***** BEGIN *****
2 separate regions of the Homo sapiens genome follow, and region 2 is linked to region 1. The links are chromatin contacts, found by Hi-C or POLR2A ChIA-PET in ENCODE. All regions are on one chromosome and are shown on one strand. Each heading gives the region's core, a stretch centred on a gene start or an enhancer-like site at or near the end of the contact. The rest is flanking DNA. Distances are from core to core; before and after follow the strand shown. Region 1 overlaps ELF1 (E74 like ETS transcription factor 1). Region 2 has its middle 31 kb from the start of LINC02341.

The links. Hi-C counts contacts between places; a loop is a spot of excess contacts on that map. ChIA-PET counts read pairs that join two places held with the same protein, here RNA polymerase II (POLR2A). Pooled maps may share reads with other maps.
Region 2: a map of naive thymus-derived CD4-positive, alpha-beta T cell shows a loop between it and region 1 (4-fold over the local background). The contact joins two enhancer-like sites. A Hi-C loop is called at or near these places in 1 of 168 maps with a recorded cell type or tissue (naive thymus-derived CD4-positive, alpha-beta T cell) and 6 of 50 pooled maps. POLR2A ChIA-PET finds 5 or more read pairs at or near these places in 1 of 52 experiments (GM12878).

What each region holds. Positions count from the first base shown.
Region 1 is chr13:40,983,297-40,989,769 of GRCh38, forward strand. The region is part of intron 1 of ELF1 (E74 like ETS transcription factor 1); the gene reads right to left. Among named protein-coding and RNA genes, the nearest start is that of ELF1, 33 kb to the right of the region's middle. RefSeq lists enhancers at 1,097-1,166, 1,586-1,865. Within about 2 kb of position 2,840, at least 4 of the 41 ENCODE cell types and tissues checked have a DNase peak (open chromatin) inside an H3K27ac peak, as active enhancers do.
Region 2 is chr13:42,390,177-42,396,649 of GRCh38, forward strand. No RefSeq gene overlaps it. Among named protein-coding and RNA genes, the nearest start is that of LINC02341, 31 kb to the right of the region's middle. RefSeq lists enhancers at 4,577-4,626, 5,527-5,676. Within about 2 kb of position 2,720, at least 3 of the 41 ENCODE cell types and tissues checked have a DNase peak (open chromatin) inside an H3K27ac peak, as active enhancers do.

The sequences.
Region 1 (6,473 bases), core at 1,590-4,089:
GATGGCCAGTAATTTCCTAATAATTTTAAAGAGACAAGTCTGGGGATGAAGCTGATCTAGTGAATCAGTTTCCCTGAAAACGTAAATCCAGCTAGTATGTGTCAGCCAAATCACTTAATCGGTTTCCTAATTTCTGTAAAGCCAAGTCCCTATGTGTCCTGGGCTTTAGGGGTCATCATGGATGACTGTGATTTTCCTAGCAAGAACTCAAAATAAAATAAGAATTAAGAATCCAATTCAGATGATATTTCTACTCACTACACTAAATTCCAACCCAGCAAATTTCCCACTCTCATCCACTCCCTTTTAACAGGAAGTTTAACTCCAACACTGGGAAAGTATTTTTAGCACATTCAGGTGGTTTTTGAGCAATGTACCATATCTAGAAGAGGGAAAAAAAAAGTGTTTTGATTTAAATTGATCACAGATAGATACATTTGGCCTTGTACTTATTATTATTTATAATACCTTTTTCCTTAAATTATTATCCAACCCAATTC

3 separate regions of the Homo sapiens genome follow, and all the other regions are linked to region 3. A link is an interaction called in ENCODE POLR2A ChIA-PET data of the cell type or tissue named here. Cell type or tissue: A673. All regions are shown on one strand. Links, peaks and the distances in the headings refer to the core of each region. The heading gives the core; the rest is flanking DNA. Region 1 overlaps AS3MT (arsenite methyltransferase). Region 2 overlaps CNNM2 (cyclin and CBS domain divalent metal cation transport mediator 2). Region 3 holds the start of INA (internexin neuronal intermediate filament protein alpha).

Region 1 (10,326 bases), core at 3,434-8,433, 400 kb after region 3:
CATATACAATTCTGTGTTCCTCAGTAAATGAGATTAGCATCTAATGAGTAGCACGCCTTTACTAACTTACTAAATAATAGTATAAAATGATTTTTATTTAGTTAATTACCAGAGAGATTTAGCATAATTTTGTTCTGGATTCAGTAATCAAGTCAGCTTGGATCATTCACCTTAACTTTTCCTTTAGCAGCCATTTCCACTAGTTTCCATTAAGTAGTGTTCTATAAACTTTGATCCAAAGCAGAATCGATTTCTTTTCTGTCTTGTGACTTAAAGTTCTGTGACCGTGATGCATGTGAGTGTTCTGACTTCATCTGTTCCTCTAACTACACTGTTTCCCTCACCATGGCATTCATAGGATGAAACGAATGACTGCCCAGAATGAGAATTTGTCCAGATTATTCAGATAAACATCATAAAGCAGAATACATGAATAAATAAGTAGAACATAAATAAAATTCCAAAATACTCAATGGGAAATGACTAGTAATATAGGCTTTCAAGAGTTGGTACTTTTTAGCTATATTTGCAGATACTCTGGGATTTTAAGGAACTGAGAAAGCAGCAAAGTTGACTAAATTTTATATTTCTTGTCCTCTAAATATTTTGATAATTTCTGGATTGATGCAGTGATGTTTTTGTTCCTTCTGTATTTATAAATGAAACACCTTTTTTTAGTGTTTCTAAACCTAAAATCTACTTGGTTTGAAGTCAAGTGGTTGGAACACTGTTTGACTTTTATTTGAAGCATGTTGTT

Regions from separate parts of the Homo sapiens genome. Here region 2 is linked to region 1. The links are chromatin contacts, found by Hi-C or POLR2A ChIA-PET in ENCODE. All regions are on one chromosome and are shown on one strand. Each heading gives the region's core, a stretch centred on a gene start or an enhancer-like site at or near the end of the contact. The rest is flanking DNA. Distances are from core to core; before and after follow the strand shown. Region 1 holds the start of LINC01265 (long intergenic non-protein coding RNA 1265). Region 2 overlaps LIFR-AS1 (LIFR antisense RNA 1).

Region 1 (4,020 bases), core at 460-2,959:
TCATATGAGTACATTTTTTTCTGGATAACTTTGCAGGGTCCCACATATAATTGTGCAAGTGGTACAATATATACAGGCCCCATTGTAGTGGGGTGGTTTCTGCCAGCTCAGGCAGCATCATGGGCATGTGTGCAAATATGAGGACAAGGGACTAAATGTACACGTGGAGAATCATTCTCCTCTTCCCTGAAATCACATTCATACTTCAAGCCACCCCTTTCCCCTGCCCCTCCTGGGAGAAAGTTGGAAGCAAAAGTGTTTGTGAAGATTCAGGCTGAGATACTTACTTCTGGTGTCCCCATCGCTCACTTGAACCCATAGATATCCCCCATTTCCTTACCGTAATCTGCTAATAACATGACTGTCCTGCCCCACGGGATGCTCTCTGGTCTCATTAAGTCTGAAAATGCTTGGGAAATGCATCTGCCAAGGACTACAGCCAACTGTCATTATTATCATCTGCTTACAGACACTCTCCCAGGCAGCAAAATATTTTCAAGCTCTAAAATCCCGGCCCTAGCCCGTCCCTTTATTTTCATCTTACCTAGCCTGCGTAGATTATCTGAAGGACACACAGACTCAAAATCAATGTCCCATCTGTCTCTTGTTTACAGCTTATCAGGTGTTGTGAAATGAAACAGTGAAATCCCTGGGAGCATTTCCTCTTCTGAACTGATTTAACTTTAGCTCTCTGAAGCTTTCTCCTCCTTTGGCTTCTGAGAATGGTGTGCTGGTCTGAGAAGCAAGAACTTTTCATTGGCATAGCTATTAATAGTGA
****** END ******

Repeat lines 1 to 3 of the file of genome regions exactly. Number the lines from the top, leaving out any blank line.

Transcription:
2 separate regions of the Homo sapiens genome follow, and region 2 is linked to region 1. The links are chromatin contacts, found by Hi-C or POLR2A ChIA-PET in ENCODE. All regions are on one chromosome and are shown on one strand. Each heading gives the region's core, a stretch centred on a gene start or an enhancer-like site at or near the end of the contact. The rest is flanking DNA. Distances are from core to core; before and after follow the strand shown. Region 1 overlaps ELF1 (E74 like ETS transcription factor 1). Region 2 has its middle 31 kb from the start of LINC02341.

The links. Hi-C counts contacts between places; a loop is a spot of excess contacts on that map. ChIA-PET counts read pairs that join two places held with the same protein, here RNA polymerase II (POLR2A). Pooled maps may share reads with other maps.
Region 2: a map of naive thymus-derived CD4-positive, alpha-beta T cell shows a loop between it and region 1 (4-fold over the local background). The contact joins two enhancer-like sites. A Hi-C loop is called at or near these places in 1 of 168 maps with a recorded cell type or tissue (naive thymus-derived CD4-positive, alpha-beta T cell) and 6 of 50 pooled maps. POLR2A ChIA-PET finds 5 or more read pairs at or near these places in 1 of 52 experiments (GM12878).